Mikel John Obi

Mikel John Obi (born John Michael Nchekwube Obinna; 22 April 1987) is a Nigerian former professional footballer who played as a defensive midfielder.

Mikel John Obi
John Obi Mikel 2018.jpg
Mikel training with Nigeria at the 2018 FIFA World Cup
Personal information
Full name Mikel John Obi[1]
Birth name John Michael Nchekwube Obinna[2]
Date of birth (1987-04-22) 22 April 1987 (age 35)[3]
Place of birth Jos, Nigeria
Height 1.88 m (6 ft 2 in)[4][5]
Position(s) Defensive midfielder[3]
Youth career
2002–2004 Plateau United
Senior career*
Years Team Apps (Gls)
2004–2006 Lyn 6 (1)
2006–2017 Chelsea 249 (1)
2017–2018 Tianjin TEDA 31 (3)
2019 Middlesbrough 18 (1)
2019–2020 Trabzonspor 19 (0)
2020–2021 Stoke City 39 (0)
2021 Kuwait SC 0 (0)
Total 362 (6)
National team
2005–2019 Nigeria 91 (6)
2016 Nigeria Olympic 6 (1)
*Club domestic league appearances and goals

Mikel began his career with local club Plateau United, before joining Norwegian club Lyn at the age of 17 in 2004. In 2006, he made a controversial transfer to English club Chelsea after Manchester United claimed they had already signed him. He stayed with Chelsea for 11 years, before moving to China with Tianjin TEDA in 2017. After two years in China, he returned to England on a short-term deal with Middlesbrough, before joining Trabzonspor on a free transfer in July 2019. Mikel moved back to England in August 2020 joining Stoke City. In a 14-year international career between 2005 and 2019, he played 91 times for Nigeria, scoring six goals.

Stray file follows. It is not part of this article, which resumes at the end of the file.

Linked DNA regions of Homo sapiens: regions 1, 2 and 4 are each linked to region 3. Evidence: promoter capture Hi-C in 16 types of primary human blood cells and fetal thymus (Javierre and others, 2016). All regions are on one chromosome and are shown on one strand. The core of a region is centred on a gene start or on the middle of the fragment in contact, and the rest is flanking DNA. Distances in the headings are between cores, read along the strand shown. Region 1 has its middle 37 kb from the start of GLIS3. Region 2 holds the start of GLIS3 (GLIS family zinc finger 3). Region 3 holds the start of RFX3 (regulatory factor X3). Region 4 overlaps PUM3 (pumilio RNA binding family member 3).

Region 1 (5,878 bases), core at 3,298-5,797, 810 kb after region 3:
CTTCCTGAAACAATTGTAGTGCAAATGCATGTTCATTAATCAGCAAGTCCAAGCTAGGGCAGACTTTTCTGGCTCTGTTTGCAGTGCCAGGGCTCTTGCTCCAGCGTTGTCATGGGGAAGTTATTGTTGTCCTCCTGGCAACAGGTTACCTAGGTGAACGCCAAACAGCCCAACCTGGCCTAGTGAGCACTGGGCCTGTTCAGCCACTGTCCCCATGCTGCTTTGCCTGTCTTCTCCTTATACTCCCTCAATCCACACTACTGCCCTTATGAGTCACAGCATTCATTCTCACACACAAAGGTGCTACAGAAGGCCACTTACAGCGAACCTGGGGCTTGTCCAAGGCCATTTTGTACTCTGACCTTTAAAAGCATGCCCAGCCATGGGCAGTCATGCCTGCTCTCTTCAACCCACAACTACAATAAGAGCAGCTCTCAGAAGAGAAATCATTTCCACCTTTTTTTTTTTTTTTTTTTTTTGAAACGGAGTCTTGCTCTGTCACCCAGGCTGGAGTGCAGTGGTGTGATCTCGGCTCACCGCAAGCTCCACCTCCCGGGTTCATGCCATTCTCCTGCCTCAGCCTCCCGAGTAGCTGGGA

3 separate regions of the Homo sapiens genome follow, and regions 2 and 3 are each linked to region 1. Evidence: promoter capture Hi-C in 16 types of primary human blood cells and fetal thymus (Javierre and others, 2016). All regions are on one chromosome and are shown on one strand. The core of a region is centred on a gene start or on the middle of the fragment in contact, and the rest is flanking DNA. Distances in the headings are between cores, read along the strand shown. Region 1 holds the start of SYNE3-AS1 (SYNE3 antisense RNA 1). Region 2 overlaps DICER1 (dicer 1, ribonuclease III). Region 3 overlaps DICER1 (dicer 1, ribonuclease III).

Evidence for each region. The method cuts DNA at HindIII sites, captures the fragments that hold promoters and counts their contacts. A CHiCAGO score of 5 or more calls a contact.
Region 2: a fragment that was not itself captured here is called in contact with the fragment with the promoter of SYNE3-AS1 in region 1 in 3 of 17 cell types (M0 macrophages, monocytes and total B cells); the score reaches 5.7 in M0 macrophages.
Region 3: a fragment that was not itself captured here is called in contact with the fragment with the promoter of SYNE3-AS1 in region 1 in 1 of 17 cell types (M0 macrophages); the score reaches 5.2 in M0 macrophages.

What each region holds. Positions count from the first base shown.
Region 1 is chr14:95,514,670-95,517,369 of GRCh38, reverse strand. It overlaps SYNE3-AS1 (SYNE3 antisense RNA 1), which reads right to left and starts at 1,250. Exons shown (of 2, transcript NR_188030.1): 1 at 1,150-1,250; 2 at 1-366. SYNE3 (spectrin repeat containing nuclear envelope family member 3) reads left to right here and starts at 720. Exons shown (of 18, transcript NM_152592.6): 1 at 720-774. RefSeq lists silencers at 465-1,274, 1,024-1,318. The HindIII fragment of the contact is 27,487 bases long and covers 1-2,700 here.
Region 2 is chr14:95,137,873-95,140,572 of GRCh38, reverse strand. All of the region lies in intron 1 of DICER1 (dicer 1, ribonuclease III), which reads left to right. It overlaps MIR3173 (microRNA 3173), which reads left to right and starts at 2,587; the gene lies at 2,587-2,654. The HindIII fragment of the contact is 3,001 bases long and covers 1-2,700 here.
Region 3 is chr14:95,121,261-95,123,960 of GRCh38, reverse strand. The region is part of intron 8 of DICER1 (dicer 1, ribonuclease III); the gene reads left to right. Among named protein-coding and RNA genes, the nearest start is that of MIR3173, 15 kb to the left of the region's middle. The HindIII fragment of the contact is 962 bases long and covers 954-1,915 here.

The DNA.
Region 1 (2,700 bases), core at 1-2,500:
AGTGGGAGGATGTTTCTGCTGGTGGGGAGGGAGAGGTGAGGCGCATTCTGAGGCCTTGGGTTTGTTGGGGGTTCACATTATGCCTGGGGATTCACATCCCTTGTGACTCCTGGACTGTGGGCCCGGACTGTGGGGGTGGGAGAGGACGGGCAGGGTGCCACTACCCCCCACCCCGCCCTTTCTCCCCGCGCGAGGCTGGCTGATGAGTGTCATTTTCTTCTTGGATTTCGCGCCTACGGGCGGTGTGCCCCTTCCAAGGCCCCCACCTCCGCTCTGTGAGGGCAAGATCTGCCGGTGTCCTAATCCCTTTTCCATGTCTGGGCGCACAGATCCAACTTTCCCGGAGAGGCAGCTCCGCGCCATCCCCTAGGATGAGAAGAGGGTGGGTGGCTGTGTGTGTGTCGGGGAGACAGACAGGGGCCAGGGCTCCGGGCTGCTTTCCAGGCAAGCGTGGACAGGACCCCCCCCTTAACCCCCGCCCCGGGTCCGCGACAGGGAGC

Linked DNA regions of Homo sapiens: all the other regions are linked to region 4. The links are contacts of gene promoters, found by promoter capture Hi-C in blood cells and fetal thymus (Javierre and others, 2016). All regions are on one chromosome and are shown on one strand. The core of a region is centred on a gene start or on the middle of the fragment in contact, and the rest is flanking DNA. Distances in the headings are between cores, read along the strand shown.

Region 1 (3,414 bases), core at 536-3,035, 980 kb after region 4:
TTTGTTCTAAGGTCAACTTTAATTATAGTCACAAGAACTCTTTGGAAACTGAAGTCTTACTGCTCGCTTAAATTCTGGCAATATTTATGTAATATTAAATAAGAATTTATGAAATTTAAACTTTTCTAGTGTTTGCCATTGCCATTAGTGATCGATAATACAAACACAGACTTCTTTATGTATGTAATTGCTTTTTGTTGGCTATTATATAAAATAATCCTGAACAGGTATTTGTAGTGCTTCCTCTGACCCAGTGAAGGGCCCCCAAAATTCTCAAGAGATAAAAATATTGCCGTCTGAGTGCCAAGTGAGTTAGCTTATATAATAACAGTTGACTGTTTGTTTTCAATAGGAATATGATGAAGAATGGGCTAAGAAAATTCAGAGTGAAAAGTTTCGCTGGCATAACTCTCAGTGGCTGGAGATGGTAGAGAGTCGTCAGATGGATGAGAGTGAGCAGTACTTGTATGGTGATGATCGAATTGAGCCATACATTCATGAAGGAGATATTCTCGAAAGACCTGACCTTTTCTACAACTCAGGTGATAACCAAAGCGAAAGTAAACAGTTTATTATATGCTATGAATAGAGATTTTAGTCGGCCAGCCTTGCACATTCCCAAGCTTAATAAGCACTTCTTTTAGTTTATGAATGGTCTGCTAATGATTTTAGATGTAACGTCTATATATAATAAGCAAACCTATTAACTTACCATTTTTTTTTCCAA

Early life

Iran and Nigeria match at the FIFA World Cup 2014

Mikel was born in Jos, Plateau State,[3] the son of Michael Obi, who runs an inter-state transport company in Jos.[6] His father was a member of the Igbo ethnic group.[7]

Club career

Early career

Mikel started his football career at the age of 12 when picked as a talented footballer from over 3,000 young talents to play in Pepsi Football Academy, a team that at the time was well known for travelling across Nigeria scouting young footballers with the potential to play professionally.

Obi stood out to scouts and was later picked to play for top-flight club Plateau United, a side that had previously developed stars Celestine Babayaro, Victor Obinna and Chris Obodo, among others, that went on to success in European leagues. Later known as John Obi Mikel, he made headlines for his country at the FIFA Under-17 World Championships held in Finland. Following the tournament, he went on to a trial at South Africa club Ajax Cape Town, ultimately joining Oslo-based club Lyn Fotball in Norway.[8]

Transfer to England

Look, I wasn't really kidnapped. I was just staying away from the public eye making sure no one knew where I was. But there was a public announcement in Norway that, if anyone saw me, they should report it to the police, so we had to go and hide. Obviously, [Manchester] United were trying to get hold of me. So were Lyn. There were some tough times. It was like a movie.